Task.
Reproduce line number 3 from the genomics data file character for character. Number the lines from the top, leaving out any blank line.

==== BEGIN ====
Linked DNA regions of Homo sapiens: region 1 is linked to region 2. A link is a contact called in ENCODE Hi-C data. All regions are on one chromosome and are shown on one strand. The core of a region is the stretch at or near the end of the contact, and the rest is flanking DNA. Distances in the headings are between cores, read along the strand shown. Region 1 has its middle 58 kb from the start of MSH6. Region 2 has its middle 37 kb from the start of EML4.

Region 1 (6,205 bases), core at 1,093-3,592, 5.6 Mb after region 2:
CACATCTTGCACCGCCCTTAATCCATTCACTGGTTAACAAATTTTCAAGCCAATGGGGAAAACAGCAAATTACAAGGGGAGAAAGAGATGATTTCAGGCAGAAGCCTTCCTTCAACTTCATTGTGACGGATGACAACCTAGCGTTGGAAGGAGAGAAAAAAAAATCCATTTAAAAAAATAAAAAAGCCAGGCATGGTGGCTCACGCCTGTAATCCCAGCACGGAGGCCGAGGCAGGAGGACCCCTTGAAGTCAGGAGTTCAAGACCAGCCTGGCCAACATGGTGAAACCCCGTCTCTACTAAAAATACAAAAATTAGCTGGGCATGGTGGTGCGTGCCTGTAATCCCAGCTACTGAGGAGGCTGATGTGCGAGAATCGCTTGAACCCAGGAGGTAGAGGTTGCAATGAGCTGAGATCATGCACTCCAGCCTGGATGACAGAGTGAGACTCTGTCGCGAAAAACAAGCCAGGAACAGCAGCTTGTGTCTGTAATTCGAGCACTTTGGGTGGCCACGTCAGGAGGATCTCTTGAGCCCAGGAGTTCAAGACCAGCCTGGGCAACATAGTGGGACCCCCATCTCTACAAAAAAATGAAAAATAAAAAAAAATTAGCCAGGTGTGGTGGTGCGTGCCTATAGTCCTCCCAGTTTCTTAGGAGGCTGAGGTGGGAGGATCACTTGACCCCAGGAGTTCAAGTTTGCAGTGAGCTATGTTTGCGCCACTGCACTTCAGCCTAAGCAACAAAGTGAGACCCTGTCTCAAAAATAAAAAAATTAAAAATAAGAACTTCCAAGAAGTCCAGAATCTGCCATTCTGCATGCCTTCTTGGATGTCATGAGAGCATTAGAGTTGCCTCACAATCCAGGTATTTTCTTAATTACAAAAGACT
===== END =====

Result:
CACATCTTGCACCGCCCTTAATCCATTCACTGGTTAACAAATTTTCAAGCCAATGGGGAAAACAGCAAATTACAAGGGGAGAAAGAGATGATTTCAGGCAGAAGCCTTCCTTCAACTTCATTGTGACGGATGACAACCTAGCGTTGGAAGGAGAGAAAAAAAAATCCATTTAAAAAAATAAAAAAGCCAGGCATGGTGGCTCACGCCTGTAATCCCAGCACGGAGGCCGAGGCAGGAGGACCCCTTGAAGTCAGGAGTTCAAGACCAGCCTGGCCAACATGGTGAAACCCCGTCTCTACTAAAAATACAAAAATTAGCTGGGCATGGTGGTGCGTGCCTGTAATCCCAGCTACTGAGGAGGCTGATGTGCGAGAATCGCTTGAACCCAGGAGGTAGAGGTTGCAATGAGCTGAGATCATGCACTCCAGCCTGGATGACAGAGTGAGACTCTGTCGCGAAAAACAAGCCAGGAACAGCAGCTTGTGTCTGTAATTCGAGCACTTTGGGTGGCCACGTCAGGAGGATCTCTTGAGCCCAGGAGTTCAAGACCAGCCTGGGCAACATAGTGGGACCCCCATCTCTACAAAAAAATGAAAAATAAAAAAAAATTAGCCAGGTGTGGTGGTGCGTGCCTATAGTCCTCCCAGTTTCTTAGGAGGCTGAGGTGGGAGGATCACTTGACCCCAGGAGTTCAAGTTTGCAGTGAGCTATGTTTGCGCCACTGCACTTCAGCCTAAGCAACAAAGTGAGACCCTGTCTCAAAAATAAAAAAATTAAAAATAAGAACTTCCAAGAAGTCCAGAATCTGCCATTCTGCATGCCTTCTTGGATGTCATGAGAGCATTAGAGTTGCCTCACAATCCAGGTATTTTCTTAATTACAAAAGACT